In a tearful and candid interview, Dustin Hoffman once explained his impetus to make Tootsie
: expecting himself to be a beautiful woman in make-up test, he was shocked not only to discover that he wasn’t, but also realised that if he met the woman staring back at him in the mirror, he would have dismissed her for not being attractive enough. After his revelation, Hoffman knew he had to make the acclaimed 1982 film, claiming afterwards that it was never a comedy for him. In one is surely one of his best performances, Hoffman plays actor Michael Dorsey, who, out of desperation for work, auditions for a female role for a soap opera under the guise of Dorothy Michaels.
Despite sharing the stylistic trappings of so many 1980s urban comedies – Three Men and a Baby
, Crocodile Dundee
transcends its generic conventions with a wonderfully nuanced turn from Hoffman, a terrific supporting cast that includes Bill Murray and Jessica Lange, and a screenplay that is as sensitive as it is funny. Tootsie’s
finely balanced writing is one of the film’s greatest strengths, being consistently funny without ever turning the central premise into a gag: Dorothy is hilarious, but she is never the butt of the joke. The nuance of this sleight of hand really can’t be overstated: not only is Hoffman required to create both Michael and Dorothy, but also Dorothy’s soap character Emily, and it’s in the scenes where the soap opera is being filmed that the complexity and depth of Hoffman’s performance truly takes hold. It’s important, too, that Dorothy is a far better person than her male counterpart, channelling Michael’s self-regarding narcissism into a righteous anger at the treatment of women by men.
In a scene in which the star of Dorothy’s soap, John van Horn (George Haynes), attempts to force himself on Dorothy, she dryly states that rape isn’t a laughing matter. The film plays this scene close to comedy, but Hoffman’s line leaves the audience in no doubt over what has really happened here, and is a stark reminder of the way that much of our media basely plays sexual harassment for laughs. Tootsie is a comedy that dares its audience not to laugh at Dorothy as a figure of fun, but to see her as a full person with a valid and important voice. Michael Dorsey is ostensibly the protagonist, but it is Dorothy who is truly the main character. Moreover, the film doesn’t punish Dorothy for attracting unwanted male attention.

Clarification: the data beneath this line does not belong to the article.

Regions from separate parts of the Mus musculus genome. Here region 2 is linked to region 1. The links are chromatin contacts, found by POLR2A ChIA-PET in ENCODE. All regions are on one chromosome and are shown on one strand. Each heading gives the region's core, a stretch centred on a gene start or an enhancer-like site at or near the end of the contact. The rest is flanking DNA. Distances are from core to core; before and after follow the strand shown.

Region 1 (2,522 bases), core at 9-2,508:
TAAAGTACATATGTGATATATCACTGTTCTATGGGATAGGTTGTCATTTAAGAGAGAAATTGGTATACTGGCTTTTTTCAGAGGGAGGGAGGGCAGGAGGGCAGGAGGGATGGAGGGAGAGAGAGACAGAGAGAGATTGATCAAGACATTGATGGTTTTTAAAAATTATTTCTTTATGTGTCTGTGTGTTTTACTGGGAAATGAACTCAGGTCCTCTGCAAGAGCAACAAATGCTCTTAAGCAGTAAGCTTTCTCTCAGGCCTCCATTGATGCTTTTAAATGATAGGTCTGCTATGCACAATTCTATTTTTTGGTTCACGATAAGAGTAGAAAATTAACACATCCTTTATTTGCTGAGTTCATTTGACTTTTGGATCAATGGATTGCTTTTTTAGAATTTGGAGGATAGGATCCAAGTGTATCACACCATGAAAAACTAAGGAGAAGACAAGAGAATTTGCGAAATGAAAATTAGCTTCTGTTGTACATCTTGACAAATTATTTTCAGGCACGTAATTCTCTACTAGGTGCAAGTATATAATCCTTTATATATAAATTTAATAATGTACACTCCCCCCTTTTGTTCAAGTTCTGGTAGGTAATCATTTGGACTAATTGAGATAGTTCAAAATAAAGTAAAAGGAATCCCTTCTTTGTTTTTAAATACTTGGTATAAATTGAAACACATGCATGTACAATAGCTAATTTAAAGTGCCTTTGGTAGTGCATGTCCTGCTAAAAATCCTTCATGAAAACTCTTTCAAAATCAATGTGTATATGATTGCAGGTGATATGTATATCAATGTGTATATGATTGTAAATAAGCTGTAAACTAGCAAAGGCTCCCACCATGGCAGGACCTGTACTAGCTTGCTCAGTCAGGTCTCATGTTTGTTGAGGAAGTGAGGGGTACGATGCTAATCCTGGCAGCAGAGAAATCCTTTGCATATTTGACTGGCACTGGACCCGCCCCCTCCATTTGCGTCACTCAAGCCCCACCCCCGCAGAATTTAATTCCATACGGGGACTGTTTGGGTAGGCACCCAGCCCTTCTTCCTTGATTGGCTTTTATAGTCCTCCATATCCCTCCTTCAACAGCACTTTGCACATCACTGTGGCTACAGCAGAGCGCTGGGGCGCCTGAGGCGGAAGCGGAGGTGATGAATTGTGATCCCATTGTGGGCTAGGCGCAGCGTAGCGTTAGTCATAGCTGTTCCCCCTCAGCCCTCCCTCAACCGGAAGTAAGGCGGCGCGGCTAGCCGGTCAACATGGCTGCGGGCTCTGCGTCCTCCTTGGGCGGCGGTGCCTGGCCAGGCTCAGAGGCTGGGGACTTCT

It’s they, not she, who are held to account for their desires, and after the truth comes out are left with the choice to get over their masculine insecurities or be left behind. However, it does stick in the craw somewhat that after sleeping with his friend literally to avoid social embarrassment, and deceiving the woman with whom he is supposedly in love, Michael suffers virtually no consequences for his deceptive and exploitative behaviour. This, however, is a small blemish on a film that could so easily have been crass, po-faced or just unfunny. Instead, Tootsie is a remarkably well written, complex and rewarding film that continues to speak to society’s treatment of women and our attitudes to the nature of gender.